ORLANDO, Fla. (AP) — A conservative group on Tuesday sued a county clerk of courts, Orlando's mayor and a judge in an effort to stop them from helping same-sex couples get married in Florida next week.
The lawsuits filed by the Florida Family Action, Inc. asked a judge to prevent the officials from either officiating or issuing marriage licenses to same-sex couples starting next week when Florida's ban on same-sex marriage is set to expire.
The officials named in the lawsuits are Osceola County Clerk of Court Armando Ramirez, Orlando Mayor Buddy Dyer and Circuit Judge Robert LeBlanc.
The conservative group argued the lifting of the state's ban on same-sex marriage applies to only Washington County in the Panhandle, where the legal challenge originated.
Ramirez is the only Florida clerk of courts outside of Washington County who has publicly said he will issue licenses to same-sex couples, according to a survey of clerk of courts done by The Associated Press last week.
Dyer and LeBlanc have said they plan to officiate at same-sex weddings on Jan. 6, the day Florida's ban on gay marriage is scheduled to be lifted.
Ramirez said Tuesday that he hadn't been served with the lawsuit, and that 30 couples already have registered online to get their licenses. A Dyer spokeswoman said in a statement that the mayor doesn't believe a local judge has the authority to stop a notary public, such as the mayor, from conducting a ministerial act such as a wedding ceremony.
U.S. District Judge Robert Hinkle ruled that Florida's same-sex marriage ban is unconstitutional. He stayed his ruling, but the stay is scheduled to expire Jan. 5. The association that represents county clerks said the ruling applies only in Washington County, and an overwhelming majority of Florida clerks in the AP survey said they won't issue marriage licenses to same-sex couples until they have further clarification that it is legal to do so.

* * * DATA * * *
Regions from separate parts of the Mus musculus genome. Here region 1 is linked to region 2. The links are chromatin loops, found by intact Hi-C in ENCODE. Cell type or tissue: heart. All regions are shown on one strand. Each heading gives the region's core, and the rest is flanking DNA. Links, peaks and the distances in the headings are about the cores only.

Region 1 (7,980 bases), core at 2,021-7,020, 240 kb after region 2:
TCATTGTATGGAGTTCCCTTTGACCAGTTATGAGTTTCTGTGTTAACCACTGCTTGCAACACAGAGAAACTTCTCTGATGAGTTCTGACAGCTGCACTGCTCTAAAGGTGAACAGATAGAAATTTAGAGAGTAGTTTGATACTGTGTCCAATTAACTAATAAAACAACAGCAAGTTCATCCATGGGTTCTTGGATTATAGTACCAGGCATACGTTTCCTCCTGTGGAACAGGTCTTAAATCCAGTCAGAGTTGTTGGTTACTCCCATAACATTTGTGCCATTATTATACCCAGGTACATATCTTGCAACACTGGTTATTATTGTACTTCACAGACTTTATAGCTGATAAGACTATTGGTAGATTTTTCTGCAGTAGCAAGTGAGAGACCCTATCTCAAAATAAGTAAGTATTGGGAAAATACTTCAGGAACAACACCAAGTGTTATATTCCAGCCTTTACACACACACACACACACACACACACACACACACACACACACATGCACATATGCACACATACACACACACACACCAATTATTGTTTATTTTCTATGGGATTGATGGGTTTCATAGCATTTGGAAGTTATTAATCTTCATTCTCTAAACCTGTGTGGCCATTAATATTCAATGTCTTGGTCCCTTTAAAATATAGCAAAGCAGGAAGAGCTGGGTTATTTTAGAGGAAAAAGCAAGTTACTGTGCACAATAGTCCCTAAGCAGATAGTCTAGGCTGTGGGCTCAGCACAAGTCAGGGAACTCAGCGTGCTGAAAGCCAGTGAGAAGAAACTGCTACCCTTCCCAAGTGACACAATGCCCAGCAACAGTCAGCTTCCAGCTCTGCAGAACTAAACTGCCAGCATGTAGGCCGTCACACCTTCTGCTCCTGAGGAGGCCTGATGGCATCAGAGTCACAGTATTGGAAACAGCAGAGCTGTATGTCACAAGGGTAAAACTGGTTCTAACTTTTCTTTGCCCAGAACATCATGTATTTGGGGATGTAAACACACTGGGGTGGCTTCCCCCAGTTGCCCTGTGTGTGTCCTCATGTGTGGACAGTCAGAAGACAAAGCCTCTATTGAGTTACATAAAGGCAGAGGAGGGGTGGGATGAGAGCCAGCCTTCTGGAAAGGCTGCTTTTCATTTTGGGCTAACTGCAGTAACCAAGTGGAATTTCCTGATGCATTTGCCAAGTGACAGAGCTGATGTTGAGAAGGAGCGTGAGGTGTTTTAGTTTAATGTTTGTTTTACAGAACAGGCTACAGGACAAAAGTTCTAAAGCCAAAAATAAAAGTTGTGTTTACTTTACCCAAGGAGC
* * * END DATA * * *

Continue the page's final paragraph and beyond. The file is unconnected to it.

Gay rights groups dispute the association's interpretation and say the ruling applies to all 67 clerks.
Hinkle asked two Florida agencies to state their positions by Monday on whether the lifting of the ban applies to counties outside of Washington County.
In a brief filed late Monday, Attorney General Pam Bondi didn't offer a clear opinion on who is right. If Hinkle intends for the ruling to apply more widely, he should "provide appropriate clarification," the brief said.
"This court is best situated to determine the reach of its own order," stated the filing made by Allen Winsor, the state's solicitor general, on behalf of Bondi.
The legal filing argued that clerks are independent officials under Florida's constitution and that Hinkle's initial ruling took aim at other statewide officials under Gov. Rick Scott who are not connected to clerks.
Some clerks who are undecided about what to do said Tuesday that the attorney general's brief did little to clarify what action to take.
"I have no idea what their objective was. They have made it about as clear as mud," said Dwight Brock, clerk for Collier County. "It hasn't given me a lot of clarity. I still don't know what I will do."
Meanwhile, Washington County's clerk said Tuesday that all couples, gay and straight, seeking marriage licenses would be asked to use a side entrance. The purpose is to process the marriage licenses efficiently in a way doesn't interfere with other business conducted in the building, said Lora Bell, Washington County's clerk of court.
Bell's office, which typically handles 10 to 15 marriage licenses in a month could be handling as many as 25 a day after Monday, although no one knows for sure how many couples than usual will be seeking licenses in Washington County.
"We're not able to do hundreds. We're not staffed for that," Bell said. "We are a small office and our staff is small."